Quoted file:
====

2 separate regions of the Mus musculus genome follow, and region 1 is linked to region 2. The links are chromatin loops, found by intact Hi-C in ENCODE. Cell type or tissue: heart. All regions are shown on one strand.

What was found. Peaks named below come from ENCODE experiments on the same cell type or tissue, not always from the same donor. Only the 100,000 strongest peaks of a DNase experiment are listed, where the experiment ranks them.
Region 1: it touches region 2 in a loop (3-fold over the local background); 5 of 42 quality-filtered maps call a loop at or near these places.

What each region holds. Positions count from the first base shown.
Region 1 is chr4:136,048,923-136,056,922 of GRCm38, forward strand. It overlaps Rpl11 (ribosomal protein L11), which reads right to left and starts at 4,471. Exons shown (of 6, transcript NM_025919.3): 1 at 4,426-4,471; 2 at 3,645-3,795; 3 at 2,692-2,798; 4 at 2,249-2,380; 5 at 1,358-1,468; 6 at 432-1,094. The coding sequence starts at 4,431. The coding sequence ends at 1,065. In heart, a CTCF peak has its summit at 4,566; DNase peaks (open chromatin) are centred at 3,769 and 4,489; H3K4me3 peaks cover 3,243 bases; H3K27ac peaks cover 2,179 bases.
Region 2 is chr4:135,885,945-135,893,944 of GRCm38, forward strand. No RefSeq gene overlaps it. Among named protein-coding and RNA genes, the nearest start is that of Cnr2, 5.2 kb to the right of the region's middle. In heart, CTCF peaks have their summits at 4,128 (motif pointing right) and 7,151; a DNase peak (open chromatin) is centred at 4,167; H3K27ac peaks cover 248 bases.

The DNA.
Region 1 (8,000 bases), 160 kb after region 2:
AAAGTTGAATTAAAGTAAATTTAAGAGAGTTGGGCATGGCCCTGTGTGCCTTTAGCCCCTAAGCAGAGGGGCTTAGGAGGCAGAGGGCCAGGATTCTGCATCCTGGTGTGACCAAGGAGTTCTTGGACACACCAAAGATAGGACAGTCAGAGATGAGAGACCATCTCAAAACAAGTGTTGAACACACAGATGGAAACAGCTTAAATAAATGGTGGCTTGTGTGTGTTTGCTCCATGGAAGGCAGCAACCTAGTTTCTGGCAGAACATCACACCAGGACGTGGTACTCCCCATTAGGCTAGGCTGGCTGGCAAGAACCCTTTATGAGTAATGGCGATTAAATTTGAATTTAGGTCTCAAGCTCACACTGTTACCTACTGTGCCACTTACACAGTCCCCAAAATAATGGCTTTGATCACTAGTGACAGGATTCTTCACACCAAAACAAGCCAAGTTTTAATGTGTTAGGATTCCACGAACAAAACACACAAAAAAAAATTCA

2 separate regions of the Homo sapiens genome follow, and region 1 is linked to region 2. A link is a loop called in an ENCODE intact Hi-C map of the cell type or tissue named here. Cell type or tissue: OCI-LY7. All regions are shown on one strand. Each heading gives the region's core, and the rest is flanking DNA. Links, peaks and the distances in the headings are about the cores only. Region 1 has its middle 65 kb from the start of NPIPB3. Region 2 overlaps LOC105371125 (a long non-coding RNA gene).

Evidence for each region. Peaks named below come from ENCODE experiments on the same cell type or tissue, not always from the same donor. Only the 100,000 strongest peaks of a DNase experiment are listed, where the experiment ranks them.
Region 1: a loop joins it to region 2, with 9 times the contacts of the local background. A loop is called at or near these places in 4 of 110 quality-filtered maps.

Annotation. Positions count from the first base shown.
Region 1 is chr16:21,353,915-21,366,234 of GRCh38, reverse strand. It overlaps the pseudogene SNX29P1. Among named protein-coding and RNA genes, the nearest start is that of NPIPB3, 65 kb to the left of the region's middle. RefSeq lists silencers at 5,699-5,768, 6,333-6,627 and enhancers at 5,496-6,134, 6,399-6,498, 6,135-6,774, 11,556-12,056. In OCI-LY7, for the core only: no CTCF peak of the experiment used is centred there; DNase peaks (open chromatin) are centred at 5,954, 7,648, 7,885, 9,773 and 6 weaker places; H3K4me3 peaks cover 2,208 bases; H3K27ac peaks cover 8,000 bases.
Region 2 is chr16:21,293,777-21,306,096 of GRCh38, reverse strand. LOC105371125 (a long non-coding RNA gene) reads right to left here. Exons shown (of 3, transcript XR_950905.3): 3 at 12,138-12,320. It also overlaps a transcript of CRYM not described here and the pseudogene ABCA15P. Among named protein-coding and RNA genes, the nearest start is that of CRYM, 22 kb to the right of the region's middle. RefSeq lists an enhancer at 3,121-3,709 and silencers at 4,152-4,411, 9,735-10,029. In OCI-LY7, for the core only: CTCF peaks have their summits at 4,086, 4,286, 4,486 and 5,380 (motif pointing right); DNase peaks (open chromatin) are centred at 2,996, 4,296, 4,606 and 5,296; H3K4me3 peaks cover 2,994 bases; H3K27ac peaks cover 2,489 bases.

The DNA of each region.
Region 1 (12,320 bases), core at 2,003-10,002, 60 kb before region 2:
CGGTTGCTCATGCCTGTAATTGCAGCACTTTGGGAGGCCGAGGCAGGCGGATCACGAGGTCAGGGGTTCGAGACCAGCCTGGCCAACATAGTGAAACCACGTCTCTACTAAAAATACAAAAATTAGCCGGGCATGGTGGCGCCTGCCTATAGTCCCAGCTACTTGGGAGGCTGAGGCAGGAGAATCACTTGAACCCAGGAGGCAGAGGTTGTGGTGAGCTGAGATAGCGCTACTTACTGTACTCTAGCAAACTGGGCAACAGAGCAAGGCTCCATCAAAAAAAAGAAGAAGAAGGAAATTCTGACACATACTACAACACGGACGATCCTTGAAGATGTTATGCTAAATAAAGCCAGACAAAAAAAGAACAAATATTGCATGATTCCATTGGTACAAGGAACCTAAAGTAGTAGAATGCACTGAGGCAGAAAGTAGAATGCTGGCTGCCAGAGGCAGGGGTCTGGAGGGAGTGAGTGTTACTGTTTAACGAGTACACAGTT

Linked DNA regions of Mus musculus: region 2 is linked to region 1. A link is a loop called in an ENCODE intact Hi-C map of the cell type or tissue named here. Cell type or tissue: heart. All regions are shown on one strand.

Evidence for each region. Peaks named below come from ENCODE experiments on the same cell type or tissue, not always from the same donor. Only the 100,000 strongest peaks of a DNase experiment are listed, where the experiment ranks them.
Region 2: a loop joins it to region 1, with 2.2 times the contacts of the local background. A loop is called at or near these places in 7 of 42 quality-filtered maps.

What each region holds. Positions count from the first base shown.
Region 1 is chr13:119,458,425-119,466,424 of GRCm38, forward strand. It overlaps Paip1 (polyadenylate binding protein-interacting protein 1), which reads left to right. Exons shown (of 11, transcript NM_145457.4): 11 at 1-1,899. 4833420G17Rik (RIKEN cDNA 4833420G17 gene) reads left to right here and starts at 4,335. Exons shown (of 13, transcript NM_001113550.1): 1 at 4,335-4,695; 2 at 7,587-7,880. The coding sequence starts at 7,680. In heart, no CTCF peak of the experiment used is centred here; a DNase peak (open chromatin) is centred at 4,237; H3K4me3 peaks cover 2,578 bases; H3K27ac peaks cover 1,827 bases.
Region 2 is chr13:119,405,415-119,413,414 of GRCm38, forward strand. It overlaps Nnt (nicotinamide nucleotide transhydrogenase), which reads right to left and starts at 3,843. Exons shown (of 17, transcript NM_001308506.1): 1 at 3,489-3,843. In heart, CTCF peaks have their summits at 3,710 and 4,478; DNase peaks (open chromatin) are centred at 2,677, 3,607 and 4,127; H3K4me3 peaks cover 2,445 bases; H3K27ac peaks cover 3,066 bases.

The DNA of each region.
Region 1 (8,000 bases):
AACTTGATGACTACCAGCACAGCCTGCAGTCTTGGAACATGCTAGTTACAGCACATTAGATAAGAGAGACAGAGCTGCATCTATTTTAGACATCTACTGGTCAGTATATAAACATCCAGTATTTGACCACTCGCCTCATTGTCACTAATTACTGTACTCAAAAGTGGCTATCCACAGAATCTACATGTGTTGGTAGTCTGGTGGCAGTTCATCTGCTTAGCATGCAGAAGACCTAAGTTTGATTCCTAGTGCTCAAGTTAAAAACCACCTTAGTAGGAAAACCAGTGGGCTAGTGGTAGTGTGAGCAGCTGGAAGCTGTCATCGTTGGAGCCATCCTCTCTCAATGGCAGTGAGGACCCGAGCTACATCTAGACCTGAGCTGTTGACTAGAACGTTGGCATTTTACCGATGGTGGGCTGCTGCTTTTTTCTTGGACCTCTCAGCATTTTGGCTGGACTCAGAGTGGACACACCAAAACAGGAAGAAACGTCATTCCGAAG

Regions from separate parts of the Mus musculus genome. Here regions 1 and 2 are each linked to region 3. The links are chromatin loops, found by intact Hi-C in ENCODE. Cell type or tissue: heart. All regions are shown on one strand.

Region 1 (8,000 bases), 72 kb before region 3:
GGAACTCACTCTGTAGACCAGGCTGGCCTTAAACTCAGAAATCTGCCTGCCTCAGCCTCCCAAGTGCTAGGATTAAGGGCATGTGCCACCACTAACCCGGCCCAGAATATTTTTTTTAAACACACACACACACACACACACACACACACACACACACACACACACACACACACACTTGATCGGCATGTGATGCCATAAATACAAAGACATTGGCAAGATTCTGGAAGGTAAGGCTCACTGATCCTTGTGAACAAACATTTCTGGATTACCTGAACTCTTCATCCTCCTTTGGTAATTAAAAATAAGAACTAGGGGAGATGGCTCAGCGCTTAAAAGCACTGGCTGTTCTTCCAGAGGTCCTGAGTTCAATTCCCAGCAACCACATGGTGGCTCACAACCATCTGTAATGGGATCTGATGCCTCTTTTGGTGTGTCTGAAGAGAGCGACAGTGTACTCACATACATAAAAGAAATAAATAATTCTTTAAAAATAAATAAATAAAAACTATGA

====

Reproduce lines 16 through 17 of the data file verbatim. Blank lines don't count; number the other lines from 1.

The DNA of each region.
Region 1 (12,320 bases), core at 2,003-10,002, 60 kb before region 2: